Rushing to meet a 9:00 am appointment at Lekki Phase II penultimate Thursday, I was lucky to be driving against the usual heavy traffic into Victoria Island from the Lekki/Ajah axis.
The traffic on my side of the road was not particularly light, but it was way better than the gridlock on the other side.
And just as I was thanking my stars, as I pulled out from behind a truck that was in front of me, preparatory to overtaking it, I came face to face with a commercial motorcyclist, with two passengers, coming towards me at breakneck speed. Yes! On my side of the road! Facing oncoming traffic! Swaying and shaking dangerously as he tried to steady his bike with one hand while using the other hand to wave us off his way, which was ideally our way! At one point, he was almost crashing into the concrete median.
It was outright divine intervention that gave me the instant presence of mind to quickly swerve to my right and narrowly miss running them over. In so doing, I hit my car against another car beside me. We missed a multiple accident by whiskers! And as we pulled off the road to begin the usual Lagos you-don-hit-my-car argument, it was clear that the other driver hadn’t the foggiest idea of why I suddenly swerved into his lane. He was convinced I slept off in motion.
Meanwhile, the culprit motorcyclist and his passenger didn’t as much as slow down, as they continued on their deathwish ride. They even threw a snide remark at me as they sped past, noisily chattering. It didn’t occur to them that they were only a hair’s breadth away from becoming kebabs.
To this moment, I still get goose pimples at the thought of it, and how the colony of okadamen in that axis would probably have torched me in my car, in blind protest, without finding out what happened. God forbid!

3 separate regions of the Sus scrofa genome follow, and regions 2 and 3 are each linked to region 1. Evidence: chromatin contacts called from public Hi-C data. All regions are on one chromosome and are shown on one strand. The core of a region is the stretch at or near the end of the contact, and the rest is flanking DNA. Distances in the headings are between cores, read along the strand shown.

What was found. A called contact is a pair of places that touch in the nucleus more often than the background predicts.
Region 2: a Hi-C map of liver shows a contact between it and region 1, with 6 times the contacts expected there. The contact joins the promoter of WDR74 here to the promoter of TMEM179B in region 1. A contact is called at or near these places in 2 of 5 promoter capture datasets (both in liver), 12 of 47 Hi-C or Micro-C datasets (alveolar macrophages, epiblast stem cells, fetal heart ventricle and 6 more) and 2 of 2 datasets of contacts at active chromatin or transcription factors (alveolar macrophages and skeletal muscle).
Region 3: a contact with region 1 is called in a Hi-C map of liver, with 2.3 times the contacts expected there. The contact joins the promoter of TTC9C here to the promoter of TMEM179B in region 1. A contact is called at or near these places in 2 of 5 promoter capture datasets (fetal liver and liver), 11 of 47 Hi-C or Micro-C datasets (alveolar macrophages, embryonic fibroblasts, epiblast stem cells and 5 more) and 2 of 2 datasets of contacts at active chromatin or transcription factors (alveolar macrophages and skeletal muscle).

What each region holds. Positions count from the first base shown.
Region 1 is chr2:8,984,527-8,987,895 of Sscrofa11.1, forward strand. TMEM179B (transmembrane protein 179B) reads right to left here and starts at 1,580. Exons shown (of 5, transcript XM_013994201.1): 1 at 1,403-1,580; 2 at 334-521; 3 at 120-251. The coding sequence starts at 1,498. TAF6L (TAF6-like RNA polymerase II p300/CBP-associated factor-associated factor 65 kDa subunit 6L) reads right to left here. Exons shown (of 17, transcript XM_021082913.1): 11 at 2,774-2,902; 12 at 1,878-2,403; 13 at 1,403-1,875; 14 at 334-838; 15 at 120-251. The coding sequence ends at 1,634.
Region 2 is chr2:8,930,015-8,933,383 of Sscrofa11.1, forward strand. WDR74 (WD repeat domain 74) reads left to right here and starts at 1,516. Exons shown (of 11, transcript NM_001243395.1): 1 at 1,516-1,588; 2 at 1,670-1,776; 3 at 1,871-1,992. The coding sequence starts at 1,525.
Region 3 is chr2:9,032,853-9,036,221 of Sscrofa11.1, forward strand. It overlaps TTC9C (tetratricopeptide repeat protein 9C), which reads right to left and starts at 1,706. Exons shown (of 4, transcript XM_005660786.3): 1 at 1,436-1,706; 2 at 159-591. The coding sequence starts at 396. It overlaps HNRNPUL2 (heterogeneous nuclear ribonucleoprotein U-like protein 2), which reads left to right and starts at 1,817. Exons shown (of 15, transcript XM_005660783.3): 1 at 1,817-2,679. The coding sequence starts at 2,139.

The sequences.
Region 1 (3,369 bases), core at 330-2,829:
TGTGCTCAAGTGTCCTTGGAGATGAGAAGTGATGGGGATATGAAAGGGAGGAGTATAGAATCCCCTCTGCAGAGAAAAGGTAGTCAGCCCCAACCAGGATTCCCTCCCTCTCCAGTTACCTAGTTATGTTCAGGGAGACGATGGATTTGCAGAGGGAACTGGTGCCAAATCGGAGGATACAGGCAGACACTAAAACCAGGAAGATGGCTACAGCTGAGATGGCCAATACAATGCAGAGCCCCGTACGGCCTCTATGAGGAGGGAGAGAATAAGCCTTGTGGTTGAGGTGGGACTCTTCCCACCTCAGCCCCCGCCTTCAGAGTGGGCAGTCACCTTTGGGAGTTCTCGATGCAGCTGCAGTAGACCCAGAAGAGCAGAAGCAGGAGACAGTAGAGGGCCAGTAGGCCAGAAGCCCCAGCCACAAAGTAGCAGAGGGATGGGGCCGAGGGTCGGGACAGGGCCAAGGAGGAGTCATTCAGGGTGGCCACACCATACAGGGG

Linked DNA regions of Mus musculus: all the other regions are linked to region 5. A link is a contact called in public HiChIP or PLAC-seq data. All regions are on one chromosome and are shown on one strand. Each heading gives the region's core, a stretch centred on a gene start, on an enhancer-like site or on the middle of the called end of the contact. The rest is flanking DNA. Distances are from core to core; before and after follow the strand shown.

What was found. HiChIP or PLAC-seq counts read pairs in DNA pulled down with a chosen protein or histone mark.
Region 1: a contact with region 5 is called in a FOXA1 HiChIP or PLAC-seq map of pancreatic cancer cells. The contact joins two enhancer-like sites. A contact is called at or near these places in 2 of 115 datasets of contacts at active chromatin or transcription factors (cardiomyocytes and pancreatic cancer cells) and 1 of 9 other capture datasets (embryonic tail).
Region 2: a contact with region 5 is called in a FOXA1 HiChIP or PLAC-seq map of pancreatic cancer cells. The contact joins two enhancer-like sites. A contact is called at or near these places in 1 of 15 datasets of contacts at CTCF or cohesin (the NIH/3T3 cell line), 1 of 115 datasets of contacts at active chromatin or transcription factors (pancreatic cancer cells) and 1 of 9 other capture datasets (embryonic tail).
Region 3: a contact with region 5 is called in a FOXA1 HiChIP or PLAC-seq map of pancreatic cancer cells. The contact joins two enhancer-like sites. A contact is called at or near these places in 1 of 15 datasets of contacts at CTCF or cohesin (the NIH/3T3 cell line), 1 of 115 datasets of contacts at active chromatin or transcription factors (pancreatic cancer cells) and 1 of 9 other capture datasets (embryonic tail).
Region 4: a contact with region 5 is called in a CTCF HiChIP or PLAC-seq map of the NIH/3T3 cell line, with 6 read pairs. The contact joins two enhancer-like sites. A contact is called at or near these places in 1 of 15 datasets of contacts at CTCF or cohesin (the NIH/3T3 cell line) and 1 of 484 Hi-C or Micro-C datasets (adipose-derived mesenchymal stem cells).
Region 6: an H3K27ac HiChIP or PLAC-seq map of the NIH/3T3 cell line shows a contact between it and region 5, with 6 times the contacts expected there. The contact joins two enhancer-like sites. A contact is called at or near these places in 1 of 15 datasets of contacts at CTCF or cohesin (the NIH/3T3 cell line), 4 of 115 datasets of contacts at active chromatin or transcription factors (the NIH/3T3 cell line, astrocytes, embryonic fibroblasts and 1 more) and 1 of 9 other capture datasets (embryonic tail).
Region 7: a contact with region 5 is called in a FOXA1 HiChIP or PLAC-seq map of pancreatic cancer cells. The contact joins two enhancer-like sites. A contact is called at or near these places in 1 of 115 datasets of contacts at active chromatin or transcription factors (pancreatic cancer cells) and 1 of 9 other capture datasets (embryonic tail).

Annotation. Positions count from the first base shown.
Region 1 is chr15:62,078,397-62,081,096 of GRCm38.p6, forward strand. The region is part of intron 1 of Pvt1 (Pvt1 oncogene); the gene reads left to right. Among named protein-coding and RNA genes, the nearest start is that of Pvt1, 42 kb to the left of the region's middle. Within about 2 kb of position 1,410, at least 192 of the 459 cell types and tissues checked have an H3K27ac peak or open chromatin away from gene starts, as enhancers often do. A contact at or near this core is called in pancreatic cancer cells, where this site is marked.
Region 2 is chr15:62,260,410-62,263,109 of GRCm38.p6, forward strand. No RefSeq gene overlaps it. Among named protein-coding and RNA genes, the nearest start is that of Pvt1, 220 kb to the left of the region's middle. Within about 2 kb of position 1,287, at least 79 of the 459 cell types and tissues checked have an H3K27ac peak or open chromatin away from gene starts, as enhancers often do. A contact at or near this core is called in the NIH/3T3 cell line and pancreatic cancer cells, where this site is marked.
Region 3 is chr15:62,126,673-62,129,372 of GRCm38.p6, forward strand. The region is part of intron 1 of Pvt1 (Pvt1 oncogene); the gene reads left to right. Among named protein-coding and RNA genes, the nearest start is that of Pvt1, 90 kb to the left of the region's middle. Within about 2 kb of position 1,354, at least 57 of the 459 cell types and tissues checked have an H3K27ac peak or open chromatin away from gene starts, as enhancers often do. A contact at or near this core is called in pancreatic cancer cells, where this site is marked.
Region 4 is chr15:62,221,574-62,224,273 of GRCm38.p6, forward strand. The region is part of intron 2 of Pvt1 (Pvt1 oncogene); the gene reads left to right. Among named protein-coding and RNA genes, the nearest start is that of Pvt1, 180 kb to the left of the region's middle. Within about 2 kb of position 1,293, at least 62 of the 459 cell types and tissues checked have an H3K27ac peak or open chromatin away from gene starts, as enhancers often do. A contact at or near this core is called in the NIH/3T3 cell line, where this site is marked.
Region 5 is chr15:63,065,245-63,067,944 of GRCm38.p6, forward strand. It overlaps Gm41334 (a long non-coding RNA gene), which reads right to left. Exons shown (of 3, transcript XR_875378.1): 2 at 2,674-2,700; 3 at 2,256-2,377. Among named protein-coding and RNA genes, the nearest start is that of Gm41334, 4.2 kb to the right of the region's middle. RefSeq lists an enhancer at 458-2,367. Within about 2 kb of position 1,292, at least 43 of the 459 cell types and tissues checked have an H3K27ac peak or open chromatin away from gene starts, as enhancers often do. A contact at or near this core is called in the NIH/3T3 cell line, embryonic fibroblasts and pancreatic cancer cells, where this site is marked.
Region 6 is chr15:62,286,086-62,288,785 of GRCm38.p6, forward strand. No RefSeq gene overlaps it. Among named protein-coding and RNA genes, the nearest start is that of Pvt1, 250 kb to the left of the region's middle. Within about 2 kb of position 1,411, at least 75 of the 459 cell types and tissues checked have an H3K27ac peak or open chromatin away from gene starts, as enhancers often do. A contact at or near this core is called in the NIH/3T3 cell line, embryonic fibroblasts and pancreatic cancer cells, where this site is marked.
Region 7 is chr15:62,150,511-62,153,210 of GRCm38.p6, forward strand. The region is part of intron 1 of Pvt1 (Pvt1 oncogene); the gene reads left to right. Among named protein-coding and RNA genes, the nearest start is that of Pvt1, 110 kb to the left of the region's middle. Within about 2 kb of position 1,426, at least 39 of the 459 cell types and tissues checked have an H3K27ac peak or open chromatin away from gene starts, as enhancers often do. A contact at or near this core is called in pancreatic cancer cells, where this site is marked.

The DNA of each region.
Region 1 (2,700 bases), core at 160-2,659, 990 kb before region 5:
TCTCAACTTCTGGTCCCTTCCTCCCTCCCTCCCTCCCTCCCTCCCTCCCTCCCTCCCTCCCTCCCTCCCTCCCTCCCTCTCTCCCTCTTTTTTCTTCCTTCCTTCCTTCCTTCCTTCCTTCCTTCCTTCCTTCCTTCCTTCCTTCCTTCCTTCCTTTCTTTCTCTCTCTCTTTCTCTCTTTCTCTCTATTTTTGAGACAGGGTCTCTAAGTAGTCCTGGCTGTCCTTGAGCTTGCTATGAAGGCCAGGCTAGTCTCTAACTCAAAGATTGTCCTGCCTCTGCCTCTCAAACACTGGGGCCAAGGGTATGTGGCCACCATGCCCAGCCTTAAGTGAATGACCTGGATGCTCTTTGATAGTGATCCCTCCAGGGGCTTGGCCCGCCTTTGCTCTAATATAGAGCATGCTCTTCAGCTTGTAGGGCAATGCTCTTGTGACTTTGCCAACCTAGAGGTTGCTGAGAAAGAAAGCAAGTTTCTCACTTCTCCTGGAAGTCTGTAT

Policemen on the trail of kidnappers who had abducted a woman from her home within the area had reliable intelligence that an informant of the kidnappers was embedded with the commercial motorcyclists at the Ago Waterside bus stop. Using the veil of okada rider, the kidnappers’ accomplice combed the entire area, providing useful information to his gang members.
After several days of tracking his phone, and establishing incontrovertible proof of his links with the kidnappers, the police team moved in to arrest him.
Unfortunately, his fellow okadamen, largely unaware of his shady dealings, stoutly rose in his defence, attacked the police officers, and almost fatally wounding the leader of the team. The ensuing pandemonium enabled the criminal to escape. To this day, he has not been sighted again.
Police authorities would later reveal how guns, knives and other dangerous weapons have regularly been found on supposed okadamen. How many of them deliberately refuse to licence or properly register their bikes, and yet insist on using them for commercial purposes.
Jakande Bus-stop, Lekki-Epe Expressway
My business of the day was at the Ilasan Police Divisional Headquarters. But first, I needed to do a transaction at a bank in Agungi, on the other side of the same Expressway. I opted to use the footbridge, determined not to make a dash across the busy Expressway which, though risky, could have cut my journey by at least a half. But it is also illegal. But I was almost made to regret that lawful decision almost immediately. With homeless persons, lunatics and social vermins having turned one side of the footbridge into a permanent abode, I was forced to use the wing of the bridge with a flat surface. Suddenly an okada appeared from nowhere right behind me, almost knocking me over. The rider blurted out what sounded like an apology about his horn not functioning and continued down the bridge. Now, even if that wing of the bridge wasn’t ideal for walking on, it wasn’t made for okada either. It is supposed to be for trolleys and hand-pushed carts. But okadamen have made it their alternate route, whether in Lekki, Festac First Gate or Five Star bus stops – the same way they ride on sidewalks and medians all over Lagos.